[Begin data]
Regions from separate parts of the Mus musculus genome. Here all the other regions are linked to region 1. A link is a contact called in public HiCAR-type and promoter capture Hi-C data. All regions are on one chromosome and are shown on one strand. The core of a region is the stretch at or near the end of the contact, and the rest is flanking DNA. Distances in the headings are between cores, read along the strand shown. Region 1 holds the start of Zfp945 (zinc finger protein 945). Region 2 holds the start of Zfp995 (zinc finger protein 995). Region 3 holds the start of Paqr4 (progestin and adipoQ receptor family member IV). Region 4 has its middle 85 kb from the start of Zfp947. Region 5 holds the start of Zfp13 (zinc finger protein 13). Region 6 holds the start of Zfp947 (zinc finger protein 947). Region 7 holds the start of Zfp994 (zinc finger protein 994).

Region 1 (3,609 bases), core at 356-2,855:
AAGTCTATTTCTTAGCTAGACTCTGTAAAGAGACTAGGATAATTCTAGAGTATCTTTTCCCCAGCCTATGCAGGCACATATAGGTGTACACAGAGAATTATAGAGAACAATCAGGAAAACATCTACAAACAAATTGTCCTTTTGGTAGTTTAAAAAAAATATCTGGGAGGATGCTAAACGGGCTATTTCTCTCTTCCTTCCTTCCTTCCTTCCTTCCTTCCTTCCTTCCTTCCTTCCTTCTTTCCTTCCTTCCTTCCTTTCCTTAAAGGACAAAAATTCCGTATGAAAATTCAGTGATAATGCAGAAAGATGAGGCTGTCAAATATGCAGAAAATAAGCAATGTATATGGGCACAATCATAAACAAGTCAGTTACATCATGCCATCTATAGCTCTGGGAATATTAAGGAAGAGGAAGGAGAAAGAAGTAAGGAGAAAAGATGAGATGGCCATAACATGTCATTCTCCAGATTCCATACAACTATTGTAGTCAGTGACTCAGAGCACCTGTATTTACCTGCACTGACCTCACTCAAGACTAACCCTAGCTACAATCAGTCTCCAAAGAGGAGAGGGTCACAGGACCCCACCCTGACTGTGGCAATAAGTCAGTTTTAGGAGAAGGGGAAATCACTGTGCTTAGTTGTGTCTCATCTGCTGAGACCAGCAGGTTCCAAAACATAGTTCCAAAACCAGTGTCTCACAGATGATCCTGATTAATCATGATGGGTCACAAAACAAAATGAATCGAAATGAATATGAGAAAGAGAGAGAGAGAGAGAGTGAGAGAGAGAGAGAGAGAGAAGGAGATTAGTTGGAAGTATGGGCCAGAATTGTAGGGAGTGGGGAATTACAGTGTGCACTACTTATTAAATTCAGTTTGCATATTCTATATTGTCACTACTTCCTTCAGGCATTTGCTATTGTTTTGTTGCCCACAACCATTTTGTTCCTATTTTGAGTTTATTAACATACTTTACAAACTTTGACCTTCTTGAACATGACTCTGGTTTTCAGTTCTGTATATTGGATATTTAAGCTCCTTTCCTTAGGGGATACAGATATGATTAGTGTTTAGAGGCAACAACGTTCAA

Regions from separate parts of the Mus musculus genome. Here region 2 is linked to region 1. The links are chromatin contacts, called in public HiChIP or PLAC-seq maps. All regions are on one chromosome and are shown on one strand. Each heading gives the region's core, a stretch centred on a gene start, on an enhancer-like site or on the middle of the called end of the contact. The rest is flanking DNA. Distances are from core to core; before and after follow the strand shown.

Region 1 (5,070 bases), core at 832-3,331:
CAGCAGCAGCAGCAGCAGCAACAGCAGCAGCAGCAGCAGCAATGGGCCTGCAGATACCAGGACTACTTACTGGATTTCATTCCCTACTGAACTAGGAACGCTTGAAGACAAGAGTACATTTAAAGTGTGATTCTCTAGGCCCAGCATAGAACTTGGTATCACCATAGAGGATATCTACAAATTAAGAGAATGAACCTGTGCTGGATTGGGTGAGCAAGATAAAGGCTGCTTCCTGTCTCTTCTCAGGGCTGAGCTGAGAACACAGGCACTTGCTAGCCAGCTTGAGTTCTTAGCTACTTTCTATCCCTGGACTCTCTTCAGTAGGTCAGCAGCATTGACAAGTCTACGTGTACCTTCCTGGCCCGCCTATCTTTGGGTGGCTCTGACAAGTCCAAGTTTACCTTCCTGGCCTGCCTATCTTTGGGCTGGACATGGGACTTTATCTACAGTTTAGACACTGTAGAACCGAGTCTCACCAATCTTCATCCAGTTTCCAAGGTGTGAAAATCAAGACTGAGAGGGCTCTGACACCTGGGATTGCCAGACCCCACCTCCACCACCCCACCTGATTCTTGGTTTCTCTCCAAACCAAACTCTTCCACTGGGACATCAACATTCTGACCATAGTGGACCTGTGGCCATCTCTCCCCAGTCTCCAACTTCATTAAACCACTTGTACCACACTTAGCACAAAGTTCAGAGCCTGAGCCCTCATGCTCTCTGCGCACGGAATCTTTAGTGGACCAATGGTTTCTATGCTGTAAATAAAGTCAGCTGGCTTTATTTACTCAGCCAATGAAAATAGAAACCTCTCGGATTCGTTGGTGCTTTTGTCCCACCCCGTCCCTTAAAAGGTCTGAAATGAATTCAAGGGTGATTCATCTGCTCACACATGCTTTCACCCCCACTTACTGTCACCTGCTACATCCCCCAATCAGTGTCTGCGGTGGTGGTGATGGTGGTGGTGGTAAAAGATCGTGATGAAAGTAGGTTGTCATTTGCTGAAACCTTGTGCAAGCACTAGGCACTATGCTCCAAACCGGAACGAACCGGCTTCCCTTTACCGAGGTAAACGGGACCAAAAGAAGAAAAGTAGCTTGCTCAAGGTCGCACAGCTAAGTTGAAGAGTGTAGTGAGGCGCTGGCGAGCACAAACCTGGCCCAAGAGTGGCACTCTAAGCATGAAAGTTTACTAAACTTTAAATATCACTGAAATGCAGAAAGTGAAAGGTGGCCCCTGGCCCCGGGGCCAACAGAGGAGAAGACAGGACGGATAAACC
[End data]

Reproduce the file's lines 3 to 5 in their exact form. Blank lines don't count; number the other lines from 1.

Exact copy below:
AAGTCTATTTCTTAGCTAGACTCTGTAAAGAGACTAGGATAATTCTAGAGTATCTTTTCCCCAGCCTATGCAGGCACATATAGGTGTACACAGAGAATTATAGAGAACAATCAGGAAAACATCTACAAACAAATTGTCCTTTTGGTAGTTTAAAAAAAATATCTGGGAGGATGCTAAACGGGCTATTTCTCTCTTCCTTCCTTCCTTCCTTCCTTCCTTCCTTCCTTCCTTCCTTCCTTCTTTCCTTCCTTCCTTCCTTTCCTTAAAGGACAAAAATTCCGTATGAAAATTCAGTGATAATGCAGAAAGATGAGGCTGTCAAATATGCAGAAAATAAGCAATGTATATGGGCACAATCATAAACAAGTCAGTTACATCATGCCATCTATAGCTCTGGGAATATTAAGGAAGAGGAAGGAGAAAGAAGTAAGGAGAAAAGATGAGATGGCCATAACATGTCATTCTCCAGATTCCATACAACTATTGTAGTCAGTGACTCAGAGCACCTGTATTTACCTGCACTGACCTCACTCAAGACTAACCCTAGCTACAATCAGTCTCCAAAGAGGAGAGGGTCACAGGACCCCACCCTGACTGTGGCAATAAGTCAGTTTTAGGAGAAGGGGAAATCACTGTGCTTAGTTGTGTCTCATCTGCTGAGACCAGCAGGTTCCAAAACATAGTTCCAAAACCAGTGTCTCACAGATGATCCTGATTAATCATGATGGGTCACAAAACAAAATGAATCGAAATGAATATGAGAAAGAGAGAGAGAGAGAGAGTGAGAGAGAGAGAGAGAGAGAAGGAGATTAGTTGGAAGTATGGGCCAGAATTGTAGGGAGTGGGGAATTACAGTGTGCACTACTTATTAAATTCAGTTTGCATATTCTATATTGTCACTACTTCCTTCAGGCATTTGCTATTGTTTTGTTGCCCACAACCATTTTGTTCCTATTTTGAGTTTATTAACATACTTTACAAACTTTGACCTTCTTGAACATGACTCTGGTTTTCAGTTCTGTATATTGGATATTTAAGCTCCTTTCCTTAGGGGATACAGATATGATTAGTGTTTAGAGGCAACAACGTTCAA

Regions from separate parts of the Mus musculus genome. Here region 2 is linked to region 1. The links are chromatin contacts, called in public HiChIP or PLAC-seq maps. All regions are on one chromosome and are shown on one strand. Each heading gives the region's core, a stretch centred on a gene start, on an enhancer-like site or on the middle of the called end of the contact. The rest is flanking DNA. Distances are from core to core; before and after follow the strand shown.

Region 1 (5,070 bases), core at 832-3,331: